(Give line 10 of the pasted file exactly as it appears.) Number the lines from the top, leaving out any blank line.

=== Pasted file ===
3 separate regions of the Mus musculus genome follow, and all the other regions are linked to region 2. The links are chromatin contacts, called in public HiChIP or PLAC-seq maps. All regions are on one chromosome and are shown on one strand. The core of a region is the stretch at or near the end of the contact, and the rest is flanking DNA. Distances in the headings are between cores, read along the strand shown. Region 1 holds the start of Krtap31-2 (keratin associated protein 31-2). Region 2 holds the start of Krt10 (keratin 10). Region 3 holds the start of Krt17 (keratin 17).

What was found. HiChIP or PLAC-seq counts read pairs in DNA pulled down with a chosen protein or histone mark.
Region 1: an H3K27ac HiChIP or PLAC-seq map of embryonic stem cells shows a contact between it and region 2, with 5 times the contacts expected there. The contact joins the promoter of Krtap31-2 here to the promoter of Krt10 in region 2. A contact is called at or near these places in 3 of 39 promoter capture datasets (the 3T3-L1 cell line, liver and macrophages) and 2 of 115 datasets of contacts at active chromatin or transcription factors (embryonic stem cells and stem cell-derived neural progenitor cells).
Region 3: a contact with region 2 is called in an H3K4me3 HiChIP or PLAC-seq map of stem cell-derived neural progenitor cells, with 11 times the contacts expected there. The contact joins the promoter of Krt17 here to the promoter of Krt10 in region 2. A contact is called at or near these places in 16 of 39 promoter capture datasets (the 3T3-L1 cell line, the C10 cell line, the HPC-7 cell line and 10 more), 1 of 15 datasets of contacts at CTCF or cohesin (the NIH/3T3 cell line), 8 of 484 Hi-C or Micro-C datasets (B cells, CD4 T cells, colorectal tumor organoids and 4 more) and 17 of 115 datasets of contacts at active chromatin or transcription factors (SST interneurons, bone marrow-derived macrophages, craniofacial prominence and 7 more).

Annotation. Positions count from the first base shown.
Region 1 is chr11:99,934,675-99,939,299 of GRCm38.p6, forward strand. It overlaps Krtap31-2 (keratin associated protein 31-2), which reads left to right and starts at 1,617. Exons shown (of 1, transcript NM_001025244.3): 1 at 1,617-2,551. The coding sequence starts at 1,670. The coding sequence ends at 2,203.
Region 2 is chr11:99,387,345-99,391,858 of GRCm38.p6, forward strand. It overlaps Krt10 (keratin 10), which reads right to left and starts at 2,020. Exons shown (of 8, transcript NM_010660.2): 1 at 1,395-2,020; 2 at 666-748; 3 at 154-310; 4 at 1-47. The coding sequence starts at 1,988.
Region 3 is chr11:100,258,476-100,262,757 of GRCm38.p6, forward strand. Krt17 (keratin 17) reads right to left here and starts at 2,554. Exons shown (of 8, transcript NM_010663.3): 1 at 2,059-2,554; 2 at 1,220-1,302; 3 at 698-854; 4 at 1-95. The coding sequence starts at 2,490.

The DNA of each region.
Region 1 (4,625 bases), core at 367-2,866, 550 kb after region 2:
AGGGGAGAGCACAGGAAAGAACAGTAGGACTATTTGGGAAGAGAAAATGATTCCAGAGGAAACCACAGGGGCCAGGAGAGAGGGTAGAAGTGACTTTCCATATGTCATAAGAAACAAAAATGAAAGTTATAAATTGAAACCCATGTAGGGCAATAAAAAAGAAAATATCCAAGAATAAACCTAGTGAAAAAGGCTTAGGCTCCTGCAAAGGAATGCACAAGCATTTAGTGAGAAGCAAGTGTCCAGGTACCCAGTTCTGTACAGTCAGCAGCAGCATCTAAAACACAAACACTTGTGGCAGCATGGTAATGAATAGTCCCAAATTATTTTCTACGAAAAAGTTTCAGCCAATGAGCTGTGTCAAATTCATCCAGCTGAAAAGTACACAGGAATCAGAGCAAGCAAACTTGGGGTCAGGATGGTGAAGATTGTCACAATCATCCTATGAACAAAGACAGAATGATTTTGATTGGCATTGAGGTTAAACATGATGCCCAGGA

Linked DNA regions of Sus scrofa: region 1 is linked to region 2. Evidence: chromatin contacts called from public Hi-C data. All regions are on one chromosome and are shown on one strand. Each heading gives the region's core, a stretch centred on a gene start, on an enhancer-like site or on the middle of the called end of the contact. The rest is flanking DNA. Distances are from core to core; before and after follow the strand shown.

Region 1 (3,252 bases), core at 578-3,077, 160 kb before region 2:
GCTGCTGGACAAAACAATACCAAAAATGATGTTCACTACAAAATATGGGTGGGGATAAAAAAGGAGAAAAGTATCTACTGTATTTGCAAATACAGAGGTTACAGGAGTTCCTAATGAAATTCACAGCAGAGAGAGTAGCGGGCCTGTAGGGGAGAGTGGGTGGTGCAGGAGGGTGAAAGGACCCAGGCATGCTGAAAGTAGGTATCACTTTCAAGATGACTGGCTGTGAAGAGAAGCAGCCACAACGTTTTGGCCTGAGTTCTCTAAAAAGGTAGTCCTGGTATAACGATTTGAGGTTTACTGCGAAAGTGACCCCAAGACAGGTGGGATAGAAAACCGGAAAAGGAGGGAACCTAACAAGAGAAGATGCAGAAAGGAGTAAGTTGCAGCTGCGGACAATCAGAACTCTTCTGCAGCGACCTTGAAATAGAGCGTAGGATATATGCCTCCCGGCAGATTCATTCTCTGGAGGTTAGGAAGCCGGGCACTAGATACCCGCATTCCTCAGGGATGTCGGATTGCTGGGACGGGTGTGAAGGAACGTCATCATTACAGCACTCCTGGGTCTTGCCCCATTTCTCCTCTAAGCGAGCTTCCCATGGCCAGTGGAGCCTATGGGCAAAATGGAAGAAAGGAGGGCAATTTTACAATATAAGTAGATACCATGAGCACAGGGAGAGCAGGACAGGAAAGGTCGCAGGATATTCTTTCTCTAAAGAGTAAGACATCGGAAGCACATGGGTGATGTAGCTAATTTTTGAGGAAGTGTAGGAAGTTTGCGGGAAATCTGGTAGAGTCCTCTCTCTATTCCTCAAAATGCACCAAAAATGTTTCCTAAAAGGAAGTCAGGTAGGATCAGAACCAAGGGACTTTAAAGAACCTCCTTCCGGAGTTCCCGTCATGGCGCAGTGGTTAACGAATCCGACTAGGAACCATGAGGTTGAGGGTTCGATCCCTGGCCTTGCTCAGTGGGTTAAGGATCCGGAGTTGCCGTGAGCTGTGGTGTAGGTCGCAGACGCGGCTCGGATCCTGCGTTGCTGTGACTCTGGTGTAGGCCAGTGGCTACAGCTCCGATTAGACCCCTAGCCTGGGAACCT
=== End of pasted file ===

Region 1 (4,625 bases), core at 367-2,866, 550 kb after region 2: